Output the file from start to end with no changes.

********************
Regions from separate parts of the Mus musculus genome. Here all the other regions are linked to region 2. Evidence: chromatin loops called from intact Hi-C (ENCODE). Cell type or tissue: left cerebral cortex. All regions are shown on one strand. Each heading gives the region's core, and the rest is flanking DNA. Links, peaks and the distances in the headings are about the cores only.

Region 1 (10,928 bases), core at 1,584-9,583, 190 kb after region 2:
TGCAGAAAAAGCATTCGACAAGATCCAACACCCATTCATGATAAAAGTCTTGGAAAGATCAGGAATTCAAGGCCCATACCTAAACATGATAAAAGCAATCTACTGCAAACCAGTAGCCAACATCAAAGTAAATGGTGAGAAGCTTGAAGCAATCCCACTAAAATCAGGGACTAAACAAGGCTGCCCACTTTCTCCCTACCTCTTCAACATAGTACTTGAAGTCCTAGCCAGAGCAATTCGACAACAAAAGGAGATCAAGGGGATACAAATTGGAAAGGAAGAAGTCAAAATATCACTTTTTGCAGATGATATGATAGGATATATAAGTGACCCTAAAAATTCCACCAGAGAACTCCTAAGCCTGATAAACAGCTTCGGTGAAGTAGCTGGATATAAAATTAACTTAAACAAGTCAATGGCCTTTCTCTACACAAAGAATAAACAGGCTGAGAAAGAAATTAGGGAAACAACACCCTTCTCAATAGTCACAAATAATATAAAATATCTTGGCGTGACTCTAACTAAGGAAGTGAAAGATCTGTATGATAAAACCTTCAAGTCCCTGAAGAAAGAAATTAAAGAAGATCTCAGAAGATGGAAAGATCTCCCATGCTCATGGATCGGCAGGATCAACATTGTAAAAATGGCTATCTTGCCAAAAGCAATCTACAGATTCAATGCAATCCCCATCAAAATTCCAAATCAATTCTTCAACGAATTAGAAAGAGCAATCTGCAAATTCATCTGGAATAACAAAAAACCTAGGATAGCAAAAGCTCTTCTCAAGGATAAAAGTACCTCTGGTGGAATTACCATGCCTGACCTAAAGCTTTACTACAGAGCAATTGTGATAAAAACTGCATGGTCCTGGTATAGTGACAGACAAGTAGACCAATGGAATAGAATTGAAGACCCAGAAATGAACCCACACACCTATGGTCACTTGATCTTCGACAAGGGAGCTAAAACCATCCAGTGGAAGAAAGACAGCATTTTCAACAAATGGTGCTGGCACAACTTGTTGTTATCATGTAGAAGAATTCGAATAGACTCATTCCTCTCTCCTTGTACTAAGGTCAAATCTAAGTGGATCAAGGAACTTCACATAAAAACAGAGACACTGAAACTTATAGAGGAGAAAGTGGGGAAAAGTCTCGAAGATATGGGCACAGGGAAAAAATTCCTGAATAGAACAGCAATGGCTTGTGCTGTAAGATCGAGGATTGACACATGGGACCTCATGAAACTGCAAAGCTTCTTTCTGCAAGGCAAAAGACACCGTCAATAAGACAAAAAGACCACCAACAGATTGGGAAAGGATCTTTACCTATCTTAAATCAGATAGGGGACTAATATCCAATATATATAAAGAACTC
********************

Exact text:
Regions from separate parts of the Mus musculus genome. Here all the other regions are linked to region 2. Evidence: chromatin loops called from intact Hi-C (ENCODE). Cell type or tissue: left cerebral cortex. All regions are shown on one strand. Each heading gives the region's core, and the rest is flanking DNA. Links, peaks and the distances in the headings are about the cores only.

Region 1 (10,928 bases), core at 1,584-9,583, 190 kb after region 2:
TGCAGAAAAAGCATTCGACAAGATCCAACACCCATTCATGATAAAAGTCTTGGAAAGATCAGGAATTCAAGGCCCATACCTAAACATGATAAAAGCAATCTACTGCAAACCAGTAGCCAACATCAAAGTAAATGGTGAGAAGCTTGAAGCAATCCCACTAAAATCAGGGACTAAACAAGGCTGCCCACTTTCTCCCTACCTCTTCAACATAGTACTTGAAGTCCTAGCCAGAGCAATTCGACAACAAAAGGAGATCAAGGGGATACAAATTGGAAAGGAAGAAGTCAAAATATCACTTTTTGCAGATGATATGATAGGATATATAAGTGACCCTAAAAATTCCACCAGAGAACTCCTAAGCCTGATAAACAGCTTCGGTGAAGTAGCTGGATATAAAATTAACTTAAACAAGTCAATGGCCTTTCTCTACACAAAGAATAAACAGGCTGAGAAAGAAATTAGGGAAACAACACCCTTCTCAATAGTCACAAATAATATAAAATATCTTGGCGTGACTCTAACTAAGGAAGTGAAAGATCTGTATGATAAAACCTTCAAGTCCCTGAAGAAAGAAATTAAAGAAGATCTCAGAAGATGGAAAGATCTCCCATGCTCATGGATCGGCAGGATCAACATTGTAAAAATGGCTATCTTGCCAAAAGCAATCTACAGATTCAATGCAATCCCCATCAAAATTCCAAATCAATTCTTCAACGAATTAGAAAGAGCAATCTGCAAATTCATCTGGAATAACAAAAAACCTAGGATAGCAAAAGCTCTTCTCAAGGATAAAAGTACCTCTGGTGGAATTACCATGCCTGACCTAAAGCTTTACTACAGAGCAATTGTGATAAAAACTGCATGGTCCTGGTATAGTGACAGACAAGTAGACCAATGGAATAGAATTGAAGACCCAGAAATGAACCCACACACCTATGGTCACTTGATCTTCGACAAGGGAGCTAAAACCATCCAGTGGAAGAAAGACAGCATTTTCAACAAATGGTGCTGGCACAACTTGTTGTTATCATGTAGAAGAATTCGAATAGACTCATTCCTCTCTCCTTGTACTAAGGTCAAATCTAAGTGGATCAAGGAACTTCACATAAAAACAGAGACACTGAAACTTATAGAGGAGAAAGTGGGGAAAAGTCTCGAAGATATGGGCACAGGGAAAAAATTCCTGAATAGAACAGCAATGGCTTGTGCTGTAAGATCGAGGATTGACACATGGGACCTCATGAAACTGCAAAGCTTCTTTCTGCAAGGCAAAAGACACCGTCAATAAGACAAAAAGACCACCAACAGATTGGGAAAGGATCTTTACCTATCTTAAATCAGATAGGGGACTAATATCCAATATATATAAAGAACTC